photo by Nicholas A. Tonelli
In 1954, Lewis Strauss, then the chairman of the federal Atomic Energy Commission, famously predicted that electricity from nuclear power plants would become “too cheap to meter.” As it turns out, it may be too expensive to make.
In fairness to Strauss, he was talking about power from hydrogen fusion, not uranium fission. Nearly 60 years later, hydrogen fusion still has no commercial application. On the other hand, the uranium fission plants that were on the drawing boards in Strauss’ day, which have since come to fruition, may soon be obsolete.
The New York Times recently reported that competition, mainly from cheap natural gas, has forced old nuclear plants to close and has prevented new ones from gaining traction. A plant in Wisconsin closed earlier this year, and a Vermont plant is slated to close in 2014.
Plants are closing for the simple reason that they cannot continue to stand against the combination of conservation concerns, flexible energy demand by large industrial customers, and competition from turbines fired by newly cheap and abundant natural gas.
James J. Hoecker, a former chairman of the Federal Energy Regulatory Commission, told The Times that nuclear plants are struggling because natural gas plants can be built more quickly and for less money, and offer flexible output in response to demand, while nuclear plants cannot vary their hourly production. “This is what’s happening in the real world,” Hoecker said. “It’s not something that the Federal Energy Regulatory Commission has made any conscious decision to affect.”
The only reason most nuclear plants were ever economically viable in the first place was a welter of government subsidies and costs that were hidden rather than recognized. Nuclear power producers could never have gotten private insurance to cover the potential costs of a major accident. They did not have to get private insurance, however, because the government capped liability for any nuclear power accident at less than $12 billion, and spread that risk across the entire nuclear power industry. By doing so, the government unyoked financial concerns from safety concerns. Though the Price-Anderson Act, the law that imposed this risk-limiting and risk-spreading structure, was originally intended to get a nascent industry off the ground, continued reauthorization has kept the nuclear power industry going. Without the law, nuclear power stations would be uninsurable.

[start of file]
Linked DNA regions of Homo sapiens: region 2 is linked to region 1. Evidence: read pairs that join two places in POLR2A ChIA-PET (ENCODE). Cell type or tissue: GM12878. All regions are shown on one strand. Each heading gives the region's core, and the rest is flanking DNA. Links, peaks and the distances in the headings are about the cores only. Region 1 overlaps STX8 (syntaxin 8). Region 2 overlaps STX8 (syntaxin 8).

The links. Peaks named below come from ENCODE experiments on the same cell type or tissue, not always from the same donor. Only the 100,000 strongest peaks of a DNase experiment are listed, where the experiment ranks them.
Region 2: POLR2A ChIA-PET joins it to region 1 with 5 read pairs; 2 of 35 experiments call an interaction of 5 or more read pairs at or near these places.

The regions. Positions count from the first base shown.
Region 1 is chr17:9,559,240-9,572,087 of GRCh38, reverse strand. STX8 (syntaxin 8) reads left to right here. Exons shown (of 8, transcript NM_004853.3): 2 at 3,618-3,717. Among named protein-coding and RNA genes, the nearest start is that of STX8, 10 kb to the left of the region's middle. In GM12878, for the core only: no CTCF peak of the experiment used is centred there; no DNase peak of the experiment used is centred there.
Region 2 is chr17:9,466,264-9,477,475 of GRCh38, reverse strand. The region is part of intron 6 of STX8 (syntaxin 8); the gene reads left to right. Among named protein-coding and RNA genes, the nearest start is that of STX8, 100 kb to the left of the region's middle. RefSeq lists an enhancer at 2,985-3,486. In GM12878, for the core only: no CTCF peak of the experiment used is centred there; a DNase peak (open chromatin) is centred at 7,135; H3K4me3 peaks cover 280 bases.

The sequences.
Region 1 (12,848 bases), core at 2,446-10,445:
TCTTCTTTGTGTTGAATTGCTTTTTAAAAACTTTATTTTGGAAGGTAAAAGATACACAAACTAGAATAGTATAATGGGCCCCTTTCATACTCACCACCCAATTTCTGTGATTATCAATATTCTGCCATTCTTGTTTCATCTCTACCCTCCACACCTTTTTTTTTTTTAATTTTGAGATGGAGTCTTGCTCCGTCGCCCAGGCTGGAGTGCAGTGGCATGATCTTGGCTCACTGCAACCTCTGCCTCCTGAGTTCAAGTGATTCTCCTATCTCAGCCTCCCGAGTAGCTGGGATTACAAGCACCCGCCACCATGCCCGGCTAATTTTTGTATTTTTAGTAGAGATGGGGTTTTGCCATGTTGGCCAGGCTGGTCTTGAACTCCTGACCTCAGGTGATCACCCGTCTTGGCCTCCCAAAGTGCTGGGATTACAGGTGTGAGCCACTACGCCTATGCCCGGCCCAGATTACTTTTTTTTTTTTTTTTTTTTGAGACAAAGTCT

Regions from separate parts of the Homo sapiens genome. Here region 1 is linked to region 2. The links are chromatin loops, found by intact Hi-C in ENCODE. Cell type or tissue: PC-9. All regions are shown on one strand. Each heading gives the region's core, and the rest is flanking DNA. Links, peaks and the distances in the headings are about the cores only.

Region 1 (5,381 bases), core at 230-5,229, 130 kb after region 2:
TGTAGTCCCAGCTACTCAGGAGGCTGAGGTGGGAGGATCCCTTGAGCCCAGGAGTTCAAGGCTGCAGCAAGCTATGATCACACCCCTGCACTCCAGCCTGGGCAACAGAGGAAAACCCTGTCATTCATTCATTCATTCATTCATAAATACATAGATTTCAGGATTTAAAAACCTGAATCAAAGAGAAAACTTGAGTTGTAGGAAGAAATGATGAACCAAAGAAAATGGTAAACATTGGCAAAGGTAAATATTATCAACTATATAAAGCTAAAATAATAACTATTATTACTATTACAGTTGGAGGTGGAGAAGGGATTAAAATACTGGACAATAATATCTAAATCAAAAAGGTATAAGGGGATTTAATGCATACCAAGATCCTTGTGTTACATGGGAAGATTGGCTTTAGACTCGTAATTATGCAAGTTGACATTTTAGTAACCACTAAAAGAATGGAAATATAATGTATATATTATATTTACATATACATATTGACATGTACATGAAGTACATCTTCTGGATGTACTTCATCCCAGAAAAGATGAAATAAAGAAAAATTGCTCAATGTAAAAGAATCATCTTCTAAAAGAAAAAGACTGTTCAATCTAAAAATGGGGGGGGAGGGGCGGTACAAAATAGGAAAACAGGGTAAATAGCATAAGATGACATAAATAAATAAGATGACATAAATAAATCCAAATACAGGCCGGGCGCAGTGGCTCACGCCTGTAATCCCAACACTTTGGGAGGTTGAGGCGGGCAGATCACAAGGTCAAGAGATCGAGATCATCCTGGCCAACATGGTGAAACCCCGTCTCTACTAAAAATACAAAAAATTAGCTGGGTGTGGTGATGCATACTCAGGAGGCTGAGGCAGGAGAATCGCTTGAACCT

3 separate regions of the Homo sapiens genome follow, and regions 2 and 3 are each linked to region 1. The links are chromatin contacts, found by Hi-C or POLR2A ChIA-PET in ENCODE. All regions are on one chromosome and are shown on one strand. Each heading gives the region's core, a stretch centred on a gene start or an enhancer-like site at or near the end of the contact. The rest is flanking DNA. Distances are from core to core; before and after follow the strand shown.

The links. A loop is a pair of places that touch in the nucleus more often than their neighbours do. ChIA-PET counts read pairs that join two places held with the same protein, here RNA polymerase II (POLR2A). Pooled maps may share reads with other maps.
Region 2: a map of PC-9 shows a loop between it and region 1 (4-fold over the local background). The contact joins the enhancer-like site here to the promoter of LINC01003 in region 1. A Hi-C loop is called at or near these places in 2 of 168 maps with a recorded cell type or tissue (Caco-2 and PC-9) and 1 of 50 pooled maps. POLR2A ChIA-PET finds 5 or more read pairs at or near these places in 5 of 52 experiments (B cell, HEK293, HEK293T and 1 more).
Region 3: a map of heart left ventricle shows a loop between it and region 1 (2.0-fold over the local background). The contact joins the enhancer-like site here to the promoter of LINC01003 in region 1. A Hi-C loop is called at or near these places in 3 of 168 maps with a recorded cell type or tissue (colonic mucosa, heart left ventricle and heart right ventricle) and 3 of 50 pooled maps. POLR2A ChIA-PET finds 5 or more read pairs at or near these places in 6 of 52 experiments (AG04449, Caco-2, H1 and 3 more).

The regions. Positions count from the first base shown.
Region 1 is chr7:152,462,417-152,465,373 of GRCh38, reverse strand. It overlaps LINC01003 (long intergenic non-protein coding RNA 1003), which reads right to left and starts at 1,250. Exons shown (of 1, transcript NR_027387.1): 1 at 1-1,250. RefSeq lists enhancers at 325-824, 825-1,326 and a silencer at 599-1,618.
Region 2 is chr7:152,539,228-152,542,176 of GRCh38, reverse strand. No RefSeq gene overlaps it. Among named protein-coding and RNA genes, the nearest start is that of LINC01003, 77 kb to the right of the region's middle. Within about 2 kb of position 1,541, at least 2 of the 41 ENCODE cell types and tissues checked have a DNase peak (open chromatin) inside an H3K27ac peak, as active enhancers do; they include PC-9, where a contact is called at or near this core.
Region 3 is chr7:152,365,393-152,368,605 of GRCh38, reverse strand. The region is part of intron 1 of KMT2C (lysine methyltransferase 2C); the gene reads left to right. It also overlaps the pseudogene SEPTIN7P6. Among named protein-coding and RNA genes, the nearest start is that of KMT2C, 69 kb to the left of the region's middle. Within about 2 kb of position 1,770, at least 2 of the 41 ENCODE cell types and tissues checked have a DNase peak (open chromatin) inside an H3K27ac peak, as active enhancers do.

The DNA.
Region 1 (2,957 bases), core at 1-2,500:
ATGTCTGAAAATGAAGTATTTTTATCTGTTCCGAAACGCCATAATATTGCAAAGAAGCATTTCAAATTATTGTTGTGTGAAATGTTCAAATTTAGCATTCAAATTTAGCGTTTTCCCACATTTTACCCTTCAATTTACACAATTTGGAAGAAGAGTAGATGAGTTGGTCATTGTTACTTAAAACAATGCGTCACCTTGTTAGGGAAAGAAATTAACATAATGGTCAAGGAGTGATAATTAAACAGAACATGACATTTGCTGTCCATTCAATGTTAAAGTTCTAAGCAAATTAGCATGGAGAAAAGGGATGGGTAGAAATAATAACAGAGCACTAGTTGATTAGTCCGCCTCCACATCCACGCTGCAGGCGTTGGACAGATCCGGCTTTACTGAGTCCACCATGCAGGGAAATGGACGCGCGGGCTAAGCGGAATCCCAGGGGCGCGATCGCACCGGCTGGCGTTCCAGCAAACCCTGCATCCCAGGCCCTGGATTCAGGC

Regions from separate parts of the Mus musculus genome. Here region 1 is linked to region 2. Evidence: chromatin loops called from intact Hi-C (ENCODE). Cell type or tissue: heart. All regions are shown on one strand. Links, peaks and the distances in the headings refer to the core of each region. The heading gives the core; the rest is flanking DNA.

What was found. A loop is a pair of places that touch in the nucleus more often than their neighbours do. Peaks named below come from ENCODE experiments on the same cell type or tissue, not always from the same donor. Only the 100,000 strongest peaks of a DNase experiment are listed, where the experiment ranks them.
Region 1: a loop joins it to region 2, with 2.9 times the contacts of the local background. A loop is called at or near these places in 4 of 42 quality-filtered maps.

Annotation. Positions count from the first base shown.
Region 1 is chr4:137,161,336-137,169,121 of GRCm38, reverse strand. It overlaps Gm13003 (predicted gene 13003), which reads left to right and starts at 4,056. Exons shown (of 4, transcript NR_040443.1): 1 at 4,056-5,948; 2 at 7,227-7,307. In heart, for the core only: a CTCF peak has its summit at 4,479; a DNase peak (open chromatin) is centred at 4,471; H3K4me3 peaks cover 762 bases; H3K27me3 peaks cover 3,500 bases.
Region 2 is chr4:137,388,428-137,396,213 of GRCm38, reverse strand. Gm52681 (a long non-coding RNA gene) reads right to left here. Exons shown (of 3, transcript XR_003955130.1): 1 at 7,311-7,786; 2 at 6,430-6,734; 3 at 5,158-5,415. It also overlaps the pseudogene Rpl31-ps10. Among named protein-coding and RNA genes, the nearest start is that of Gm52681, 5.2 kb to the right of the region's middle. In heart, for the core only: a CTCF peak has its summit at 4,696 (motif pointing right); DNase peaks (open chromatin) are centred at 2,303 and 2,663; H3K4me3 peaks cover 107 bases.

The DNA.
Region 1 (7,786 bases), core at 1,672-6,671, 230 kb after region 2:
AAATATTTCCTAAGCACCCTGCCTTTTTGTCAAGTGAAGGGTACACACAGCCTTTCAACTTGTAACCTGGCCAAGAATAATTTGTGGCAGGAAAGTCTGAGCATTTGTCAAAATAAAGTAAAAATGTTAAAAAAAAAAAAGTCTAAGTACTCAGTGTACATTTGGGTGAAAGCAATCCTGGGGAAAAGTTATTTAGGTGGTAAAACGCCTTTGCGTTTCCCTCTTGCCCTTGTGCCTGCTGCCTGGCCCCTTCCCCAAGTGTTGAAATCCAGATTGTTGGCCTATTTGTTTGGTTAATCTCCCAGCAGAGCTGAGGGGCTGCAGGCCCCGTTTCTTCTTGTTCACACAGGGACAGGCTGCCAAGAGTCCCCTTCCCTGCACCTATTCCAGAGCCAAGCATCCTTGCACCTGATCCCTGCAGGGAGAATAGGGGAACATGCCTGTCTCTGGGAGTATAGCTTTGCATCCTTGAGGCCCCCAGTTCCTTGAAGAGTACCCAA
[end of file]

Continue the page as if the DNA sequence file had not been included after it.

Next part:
While $12 billion in liability may sound like a lot of money, estimates of the long-term cleanup costs at Japan’s Fukushima disaster site are all over the map, from $11 billion all the way up to $250 billion. Nobody can be certain, since - more than two years after the accident - plant operator TEPCO has not been able to stabilize the site, which continues to pour radioactive water into the Pacific Ocean. The disaster at Fukushima prompted Japan to shut down its remaining nuclear reactors, leaving its energy prospects uncertain. We would be foolish to assume that such an accident could not happen here.
Besides capping liability, the government also sustained the nuclear power industry in another way: It has not made nuclear plant operators fund a long-term disposal solution for their radioactive waste. The government could not force such a move even if it tried, because we have no long-term solution in place, or even on the drawing board after President Obama canceled the planned Nevada disposal site. There has been no further word from the president about what to do with the stuff left over after nuclear plants exhaust their fuel or when the plants are eventually dismantled into heaps of radioactive rubble.
If investors had been forced to recognize the true costs of safely building, operating and disposing of nuclear power plants and their waste, nobody would ever have built one. The decision to create an atomic energy program was based on a combination of national politics, geopolitcal strategy, naive optimism and self-deception. The search for clean energy should have begun with clean accounting, but it didn’t. Ignoring the debris atomic energy will leave behind is not an option, but that does not mean we have to double down on a program whose economic risks and costs have been swept under the rug for decades.